Investigative docuseries exploring the dreams and aspirations of India’s self-made business tycoons layered with greed, fraud and corruption. The three-episode trio comprises liquor baron Vijay Mallya, diamantaire Nirav Modi and ‘Saharashri’ Subrata Roy.
We do not approve of being identified as the citizens of the land of snake charmers any more, but we undoubtedly fall prey to the charm and wealth of the mighty rich to idolise them and start worshipping. Until they are dragged out of the temple of trust and brought in front of Lady Justice (Astraea).
Bad Boy Billionaires: India documents meteoric rise and fall of three such ‘worshipped idols’: Liquor baron Vijay Mallya, diamantaire Nirav Modi and ‘Saharashri’ Subrata Roy, who are now at the mercy of law and public wrath. Expectations ran high since this docuseries was announced, legal litigations further added to the curiosity of Indian viewers. What would it reveal something that we were deprived of until date? Would the Bad Boy Billionaires: India, show us something, which have not been brought to the public domain? Simple answer to this would be NO.
The docuseries appears to be a smart compilation of all that was earlier in print or shown on various news channels with regard to these three business tycoons. Just as everything has to start on a good note, the docuseries too starts with ‘The King of Good Times’ followed by ‘Diamonds Aren’t Forever’ and lastly ‘The World’s Biggest Family’, obvious to the viewer which episode belongs to whom.
Where Mallya is shown having fetish for luxury and high end cars right from his childhood in terms of remote controlled cars and other accessories. Muddy roads and Lambretta are the symbol of Subrata Roy’s initial days. Just like a polished diamond cut off from the rest, Nirav Modi's episode begins from a diamond polishing market in Surat. In contrast to Mallya and Roy episodes, ‘Diamonds Aren’t Forever’ has its own little glitter.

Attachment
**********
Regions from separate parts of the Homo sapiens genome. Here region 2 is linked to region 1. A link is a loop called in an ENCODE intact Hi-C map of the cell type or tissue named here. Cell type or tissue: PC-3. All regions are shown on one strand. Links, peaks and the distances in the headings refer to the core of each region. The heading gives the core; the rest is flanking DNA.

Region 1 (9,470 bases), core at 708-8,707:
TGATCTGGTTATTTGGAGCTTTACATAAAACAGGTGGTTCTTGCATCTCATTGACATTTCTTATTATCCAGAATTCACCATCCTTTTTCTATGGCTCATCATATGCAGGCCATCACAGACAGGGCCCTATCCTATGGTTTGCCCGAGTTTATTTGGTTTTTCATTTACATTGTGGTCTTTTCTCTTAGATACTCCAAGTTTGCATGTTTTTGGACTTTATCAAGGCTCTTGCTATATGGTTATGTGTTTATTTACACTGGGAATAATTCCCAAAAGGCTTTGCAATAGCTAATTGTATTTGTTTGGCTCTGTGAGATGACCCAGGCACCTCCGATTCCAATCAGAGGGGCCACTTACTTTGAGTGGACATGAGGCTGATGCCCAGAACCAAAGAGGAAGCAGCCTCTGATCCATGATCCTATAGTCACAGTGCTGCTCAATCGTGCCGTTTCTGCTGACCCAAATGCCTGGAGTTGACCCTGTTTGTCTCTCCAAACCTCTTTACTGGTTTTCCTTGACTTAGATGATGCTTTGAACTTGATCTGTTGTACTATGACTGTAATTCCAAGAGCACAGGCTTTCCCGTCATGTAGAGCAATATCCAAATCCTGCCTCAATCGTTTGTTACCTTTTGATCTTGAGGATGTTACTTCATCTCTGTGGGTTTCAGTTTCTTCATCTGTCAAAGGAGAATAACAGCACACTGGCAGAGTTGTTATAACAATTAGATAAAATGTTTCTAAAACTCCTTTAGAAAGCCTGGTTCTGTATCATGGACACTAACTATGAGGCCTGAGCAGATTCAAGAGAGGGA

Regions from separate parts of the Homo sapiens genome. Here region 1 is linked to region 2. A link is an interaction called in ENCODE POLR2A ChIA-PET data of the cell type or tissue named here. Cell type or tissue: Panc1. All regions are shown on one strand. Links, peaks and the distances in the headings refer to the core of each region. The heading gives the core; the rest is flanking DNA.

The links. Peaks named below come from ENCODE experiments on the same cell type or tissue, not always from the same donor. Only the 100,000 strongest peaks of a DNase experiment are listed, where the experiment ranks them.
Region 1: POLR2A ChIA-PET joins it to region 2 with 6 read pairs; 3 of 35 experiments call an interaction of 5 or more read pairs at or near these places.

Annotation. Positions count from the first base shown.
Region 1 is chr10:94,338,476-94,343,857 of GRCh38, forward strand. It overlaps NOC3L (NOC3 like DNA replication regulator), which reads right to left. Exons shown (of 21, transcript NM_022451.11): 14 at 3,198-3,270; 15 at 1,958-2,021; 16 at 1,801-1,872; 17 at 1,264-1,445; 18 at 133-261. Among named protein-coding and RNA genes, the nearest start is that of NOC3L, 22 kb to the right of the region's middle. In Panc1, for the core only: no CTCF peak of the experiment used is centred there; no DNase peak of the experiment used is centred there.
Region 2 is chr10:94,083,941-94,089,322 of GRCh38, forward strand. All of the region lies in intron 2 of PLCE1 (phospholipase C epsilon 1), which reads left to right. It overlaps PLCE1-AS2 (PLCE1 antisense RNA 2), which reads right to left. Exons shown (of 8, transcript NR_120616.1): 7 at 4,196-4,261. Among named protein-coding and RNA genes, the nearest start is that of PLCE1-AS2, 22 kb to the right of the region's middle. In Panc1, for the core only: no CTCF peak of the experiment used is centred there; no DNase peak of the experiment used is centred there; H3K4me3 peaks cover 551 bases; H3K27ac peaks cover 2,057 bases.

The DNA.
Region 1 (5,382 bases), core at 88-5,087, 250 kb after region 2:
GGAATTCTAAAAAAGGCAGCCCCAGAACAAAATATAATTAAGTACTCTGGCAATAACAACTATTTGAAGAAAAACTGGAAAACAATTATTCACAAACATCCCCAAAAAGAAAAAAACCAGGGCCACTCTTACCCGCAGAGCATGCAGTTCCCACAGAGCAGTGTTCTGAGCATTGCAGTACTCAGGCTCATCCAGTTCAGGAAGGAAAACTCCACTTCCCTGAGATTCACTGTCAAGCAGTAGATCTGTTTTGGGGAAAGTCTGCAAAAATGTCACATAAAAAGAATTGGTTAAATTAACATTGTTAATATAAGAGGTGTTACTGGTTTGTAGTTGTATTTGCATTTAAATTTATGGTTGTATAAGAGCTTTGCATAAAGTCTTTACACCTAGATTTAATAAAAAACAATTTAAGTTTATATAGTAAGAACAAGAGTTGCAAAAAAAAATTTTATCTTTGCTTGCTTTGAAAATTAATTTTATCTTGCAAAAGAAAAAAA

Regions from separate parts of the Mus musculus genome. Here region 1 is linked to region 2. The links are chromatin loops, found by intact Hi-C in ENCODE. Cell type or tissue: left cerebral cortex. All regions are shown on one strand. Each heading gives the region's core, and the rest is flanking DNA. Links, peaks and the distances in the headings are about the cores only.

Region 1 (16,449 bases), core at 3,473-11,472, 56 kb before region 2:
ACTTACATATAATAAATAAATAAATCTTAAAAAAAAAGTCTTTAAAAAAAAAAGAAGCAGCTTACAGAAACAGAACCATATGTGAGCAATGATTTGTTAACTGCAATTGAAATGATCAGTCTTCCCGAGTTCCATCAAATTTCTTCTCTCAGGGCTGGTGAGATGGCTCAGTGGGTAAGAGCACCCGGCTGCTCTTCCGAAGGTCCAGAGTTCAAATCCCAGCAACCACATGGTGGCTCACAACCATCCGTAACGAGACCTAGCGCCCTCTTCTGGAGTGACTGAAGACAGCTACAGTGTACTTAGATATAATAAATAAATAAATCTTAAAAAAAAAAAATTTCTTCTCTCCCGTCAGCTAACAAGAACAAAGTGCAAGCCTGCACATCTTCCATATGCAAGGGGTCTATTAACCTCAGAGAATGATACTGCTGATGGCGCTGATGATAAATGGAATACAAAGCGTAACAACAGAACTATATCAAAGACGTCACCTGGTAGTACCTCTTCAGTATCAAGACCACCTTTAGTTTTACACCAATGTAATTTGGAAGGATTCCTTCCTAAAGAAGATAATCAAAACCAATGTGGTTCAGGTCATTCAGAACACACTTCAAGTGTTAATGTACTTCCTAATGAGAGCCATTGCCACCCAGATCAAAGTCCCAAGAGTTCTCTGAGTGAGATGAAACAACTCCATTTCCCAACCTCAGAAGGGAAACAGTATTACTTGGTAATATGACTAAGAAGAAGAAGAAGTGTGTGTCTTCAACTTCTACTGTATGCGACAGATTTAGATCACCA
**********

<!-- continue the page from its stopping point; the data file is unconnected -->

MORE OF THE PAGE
Lots of people associated with this trio are showcased from time to time, even those who not just burnt their fingers, but several families' dreams and aspirations too by getting too close to these ‘Bad Boys’.
Mallya is seen addressing the media outside Magistrates Court in London, the tycoon is heard saying, “I want to disapprove this narrative that I stole money. I want to pay back the money, employees included.” Nevertheless, when you look at the lavish 60th birthday party thrown by him at his Kingfisher Villa in Goa despite suicide by the wife of one of the Kingfisher airlines employee over non-payment of salaries for several months. The King seems to look like a demon.
When Nirav Modi says that to be a jeweller it is all about trust and the very next moment you realise he did not even pay his models and the one he did pay, he did it by giving fake diamonds. You realise that in today’s world, trust is a rare commodity amidst several fake souls around.
One frame that caught my attention and spoke thousand words was that of a SAHARA hoarding right in between a slum and an upcoming skyscraper. As if it wanted to convey that through Chit Fund collected from the poor aspirational, the patriarch of ‘The World’s Biggest Family’, was building his own tower of dreams.
Wish the team of Bad Boy Billionaires: India had done extra research and given us something we had not seen or known before. Despite this lacuna, this docuseries is bound to get its desired viewership. After all, these three were actually enjoying and glorifying the misery of Indians.
Title: Bad Boy Billionaires: India
Director: Dylan Mohan Gray
Rating: 3 stars